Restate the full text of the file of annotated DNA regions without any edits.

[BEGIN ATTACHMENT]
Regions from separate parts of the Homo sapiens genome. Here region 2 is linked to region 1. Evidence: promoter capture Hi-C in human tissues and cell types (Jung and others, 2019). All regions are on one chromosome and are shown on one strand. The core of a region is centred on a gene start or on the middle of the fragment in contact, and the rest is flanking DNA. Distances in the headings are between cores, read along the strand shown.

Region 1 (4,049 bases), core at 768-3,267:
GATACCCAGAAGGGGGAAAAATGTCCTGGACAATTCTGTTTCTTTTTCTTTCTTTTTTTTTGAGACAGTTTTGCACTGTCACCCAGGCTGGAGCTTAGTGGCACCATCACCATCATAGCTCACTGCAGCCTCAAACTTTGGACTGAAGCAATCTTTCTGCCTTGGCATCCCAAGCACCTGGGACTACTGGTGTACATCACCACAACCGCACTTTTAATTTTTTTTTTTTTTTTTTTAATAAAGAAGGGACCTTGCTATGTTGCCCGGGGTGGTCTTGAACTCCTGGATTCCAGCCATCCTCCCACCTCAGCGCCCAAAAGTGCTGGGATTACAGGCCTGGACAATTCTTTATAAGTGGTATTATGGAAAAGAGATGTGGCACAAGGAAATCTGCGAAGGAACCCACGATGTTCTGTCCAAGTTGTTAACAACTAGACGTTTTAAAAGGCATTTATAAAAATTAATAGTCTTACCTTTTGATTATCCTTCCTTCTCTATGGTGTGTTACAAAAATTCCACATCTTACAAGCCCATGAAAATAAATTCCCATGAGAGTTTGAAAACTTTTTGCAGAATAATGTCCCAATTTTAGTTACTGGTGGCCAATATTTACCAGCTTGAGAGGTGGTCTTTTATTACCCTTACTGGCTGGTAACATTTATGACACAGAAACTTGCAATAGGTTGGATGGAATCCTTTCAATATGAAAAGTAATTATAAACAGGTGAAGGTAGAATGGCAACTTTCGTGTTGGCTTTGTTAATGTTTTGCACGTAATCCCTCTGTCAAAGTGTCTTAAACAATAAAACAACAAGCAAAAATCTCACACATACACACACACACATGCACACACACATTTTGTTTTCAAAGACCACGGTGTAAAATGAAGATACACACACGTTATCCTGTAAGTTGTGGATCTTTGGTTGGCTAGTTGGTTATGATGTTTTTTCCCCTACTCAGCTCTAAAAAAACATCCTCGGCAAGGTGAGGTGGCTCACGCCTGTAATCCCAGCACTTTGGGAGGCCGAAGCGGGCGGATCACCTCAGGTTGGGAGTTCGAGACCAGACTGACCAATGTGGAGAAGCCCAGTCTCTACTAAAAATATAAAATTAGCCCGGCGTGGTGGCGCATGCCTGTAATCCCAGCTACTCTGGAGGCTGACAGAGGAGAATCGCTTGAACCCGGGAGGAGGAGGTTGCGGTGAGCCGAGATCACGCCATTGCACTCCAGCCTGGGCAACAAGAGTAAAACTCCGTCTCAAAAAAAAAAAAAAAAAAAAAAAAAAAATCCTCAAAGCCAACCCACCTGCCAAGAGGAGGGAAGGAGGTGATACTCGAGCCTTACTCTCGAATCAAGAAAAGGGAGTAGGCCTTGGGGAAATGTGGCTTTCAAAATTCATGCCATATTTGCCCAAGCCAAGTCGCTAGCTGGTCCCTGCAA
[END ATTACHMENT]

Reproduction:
Regions from separate parts of the Homo sapiens genome. Here region 2 is linked to region 1. Evidence: promoter capture Hi-C in human tissues and cell types (Jung and others, 2019). All regions are on one chromosome and are shown on one strand. The core of a region is centred on a gene start or on the middle of the fragment in contact, and the rest is flanking DNA. Distances in the headings are between cores, read along the strand shown.

Region 1 (4,049 bases), core at 768-3,267:
GATACCCAGAAGGGGGAAAAATGTCCTGGACAATTCTGTTTCTTTTTCTTTCTTTTTTTTTGAGACAGTTTTGCACTGTCACCCAGGCTGGAGCTTAGTGGCACCATCACCATCATAGCTCACTGCAGCCTCAAACTTTGGACTGAAGCAATCTTTCTGCCTTGGCATCCCAAGCACCTGGGACTACTGGTGTACATCACCACAACCGCACTTTTAATTTTTTTTTTTTTTTTTTTAATAAAGAAGGGACCTTGCTATGTTGCCCGGGGTGGTCTTGAACTCCTGGATTCCAGCCATCCTCCCACCTCAGCGCCCAAAAGTGCTGGGATTACAGGCCTGGACAATTCTTTATAAGTGGTATTATGGAAAAGAGATGTGGCACAAGGAAATCTGCGAAGGAACCCACGATGTTCTGTCCAAGTTGTTAACAACTAGACGTTTTAAAAGGCATTTATAAAAATTAATAGTCTTACCTTTTGATTATCCTTCCTTCTCTATGGTGTGTTACAAAAATTCCACATCTTACAAGCCCATGAAAATAAATTCCCATGAGAGTTTGAAAACTTTTTGCAGAATAATGTCCCAATTTTAGTTACTGGTGGCCAATATTTACCAGCTTGAGAGGTGGTCTTTTATTACCCTTACTGGCTGGTAACATTTATGACACAGAAACTTGCAATAGGTTGGATGGAATCCTTTCAATATGAAAAGTAATTATAAACAGGTGAAGGTAGAATGGCAACTTTCGTGTTGGCTTTGTTAATGTTTTGCACGTAATCCCTCTGTCAAAGTGTCTTAAACAATAAAACAACAAGCAAAAATCTCACACATACACACACACACATGCACACACACATTTTGTTTTCAAAGACCACGGTGTAAAATGAAGATACACACACGTTATCCTGTAAGTTGTGGATCTTTGGTTGGCTAGTTGGTTATGATGTTTTTTCCCCTACTCAGCTCTAAAAAAACATCCTCGGCAAGGTGAGGTGGCTCACGCCTGTAATCCCAGCACTTTGGGAGGCCGAAGCGGGCGGATCACCTCAGGTTGGGAGTTCGAGACCAGACTGACCAATGTGGAGAAGCCCAGTCTCTACTAAAAATATAAAATTAGCCCGGCGTGGTGGCGCATGCCTGTAATCCCAGCTACTCTGGAGGCTGACAGAGGAGAATCGCTTGAACCCGGGAGGAGGAGGTTGCGGTGAGCCGAGATCACGCCATTGCACTCCAGCCTGGGCAACAAGAGTAAAACTCCGTCTCAAAAAAAAAAAAAAAAAAAAAAAAAAAATCCTCAAAGCCAACCCACCTGCCAAGAGGAGGGAAGGAGGTGATACTCGAGCCTTACTCTCGAATCAAGAAAAGGGAGTAGGCCTTGGGGAAATGTGGCTTTCAAAATTCATGCCATATTTGCCCAAGCCAAGTCGCTAGCTGGTCCCTGCAA